Bowling Green Independent School Board Calls Special Meeting

By: Melissa Warren Email
By: Melissa Warren Email

"This was something we needed to go ahead and put on the table as a possibility and something we could look at in early June when we start making the decision as to how many non-resident students will be able to come to Bowling Green schools next year." said Bowling Green Independent Schools Superintendent Joe Tinius.

The battle over the non-resident student agreement between Bowling Green Independent and Warren County Public Schools has taken a serious turn.

The Bowling Green Independent Schools Board of Education held a special meeting tonight specifically to address the issue. They heard parents concerns and made some decisions, showing signs they're not finished debating the non-resident agreement with Warren County schools yet. The first step was to amend the current tuition policy, enabling the board to consider a non-resident tuition option equal to the state funding lost.

"This was something we needed to go ahead and put on the table as a possibility and something we could look at in early June when we start making the decision as to how many non-resident students will be able to come to Bowling Green schools next year." said Bowling Green Independent Schools Superintendent Joe Tinius.

That tuition would total $4,127 per year. That amount accounts for state funding lost and the $300 non-residents already pay.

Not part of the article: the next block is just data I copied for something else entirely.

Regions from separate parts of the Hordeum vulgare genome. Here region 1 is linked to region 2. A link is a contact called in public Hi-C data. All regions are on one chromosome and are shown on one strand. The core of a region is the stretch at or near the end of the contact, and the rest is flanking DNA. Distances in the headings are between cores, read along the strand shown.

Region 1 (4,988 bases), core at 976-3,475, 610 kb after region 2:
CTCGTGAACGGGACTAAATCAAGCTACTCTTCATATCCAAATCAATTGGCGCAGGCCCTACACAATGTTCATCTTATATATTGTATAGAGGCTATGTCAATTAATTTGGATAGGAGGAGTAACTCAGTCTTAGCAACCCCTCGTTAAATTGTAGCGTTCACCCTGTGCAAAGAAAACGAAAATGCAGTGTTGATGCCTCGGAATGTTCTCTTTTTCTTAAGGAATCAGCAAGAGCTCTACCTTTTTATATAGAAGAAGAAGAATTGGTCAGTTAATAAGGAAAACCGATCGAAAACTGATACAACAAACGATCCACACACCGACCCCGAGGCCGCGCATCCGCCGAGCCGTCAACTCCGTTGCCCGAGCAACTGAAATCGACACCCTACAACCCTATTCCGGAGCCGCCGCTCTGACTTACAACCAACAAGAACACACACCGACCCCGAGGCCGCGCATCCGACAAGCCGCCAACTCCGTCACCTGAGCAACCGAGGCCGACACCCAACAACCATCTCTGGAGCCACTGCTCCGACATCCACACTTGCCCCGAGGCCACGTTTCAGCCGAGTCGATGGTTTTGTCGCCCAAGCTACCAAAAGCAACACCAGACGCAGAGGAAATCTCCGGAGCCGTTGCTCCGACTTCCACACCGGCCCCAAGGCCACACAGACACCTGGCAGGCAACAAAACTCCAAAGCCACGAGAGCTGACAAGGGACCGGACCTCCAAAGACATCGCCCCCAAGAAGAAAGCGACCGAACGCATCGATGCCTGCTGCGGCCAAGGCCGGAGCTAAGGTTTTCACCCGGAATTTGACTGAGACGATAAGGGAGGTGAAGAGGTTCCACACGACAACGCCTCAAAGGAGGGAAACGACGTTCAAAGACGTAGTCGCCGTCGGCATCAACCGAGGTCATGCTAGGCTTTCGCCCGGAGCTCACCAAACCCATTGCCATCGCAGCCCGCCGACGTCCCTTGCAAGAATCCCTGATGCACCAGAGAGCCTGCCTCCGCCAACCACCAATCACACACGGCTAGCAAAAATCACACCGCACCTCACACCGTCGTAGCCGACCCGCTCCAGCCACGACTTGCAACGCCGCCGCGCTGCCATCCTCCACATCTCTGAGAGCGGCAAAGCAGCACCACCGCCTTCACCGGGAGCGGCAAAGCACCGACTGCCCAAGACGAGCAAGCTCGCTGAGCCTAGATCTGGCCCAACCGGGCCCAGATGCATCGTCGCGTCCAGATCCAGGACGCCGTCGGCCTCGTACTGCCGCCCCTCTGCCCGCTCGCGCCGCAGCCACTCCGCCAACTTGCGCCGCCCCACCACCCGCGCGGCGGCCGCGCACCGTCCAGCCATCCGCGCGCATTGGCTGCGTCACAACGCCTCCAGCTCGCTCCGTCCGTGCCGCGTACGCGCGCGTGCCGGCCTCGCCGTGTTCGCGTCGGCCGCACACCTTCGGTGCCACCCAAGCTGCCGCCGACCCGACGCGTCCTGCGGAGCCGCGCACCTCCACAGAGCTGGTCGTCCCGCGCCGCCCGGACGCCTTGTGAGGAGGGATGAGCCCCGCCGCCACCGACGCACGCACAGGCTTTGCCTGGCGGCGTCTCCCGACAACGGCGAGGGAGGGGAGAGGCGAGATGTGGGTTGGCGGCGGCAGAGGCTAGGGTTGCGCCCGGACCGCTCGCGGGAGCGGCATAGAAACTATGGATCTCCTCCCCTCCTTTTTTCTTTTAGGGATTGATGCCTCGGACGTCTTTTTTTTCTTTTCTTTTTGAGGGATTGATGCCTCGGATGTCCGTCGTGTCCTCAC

"That's money that's not going to the restaurants. It's not going to buy clothes. It's not going to everyday things, so that's hitting the community twice. It's a shame it's come to this," said Concerned Parent Sean Stevens.

An unaffordable option for some, the idea of scholarships was addressed, and the board said it would consider creating a donation fund if legal.

"Just tell me where to sign up. I think we need to have a fundraiser, and I think the people in Bowling Green will raise a lot of money to make this not an issue," said Concerned parent Brett Reynolds.

The board also approved a motion to review possible legal action regarding the changes in the non-resident agreement. They also plan to appeal the decision to the Kentucky Commissioner of Education.

"We will sign the agreement for the 664 students that were approved on April 18th, but with the notation that we plan to appeal with regard to the 86 students that were reduced by the Warren County Schools," said Tinius.

Superintendent Tinius says that process will begin tomorrow. He also says he still hopes to discuss the agreement with Warren County Public Schools.


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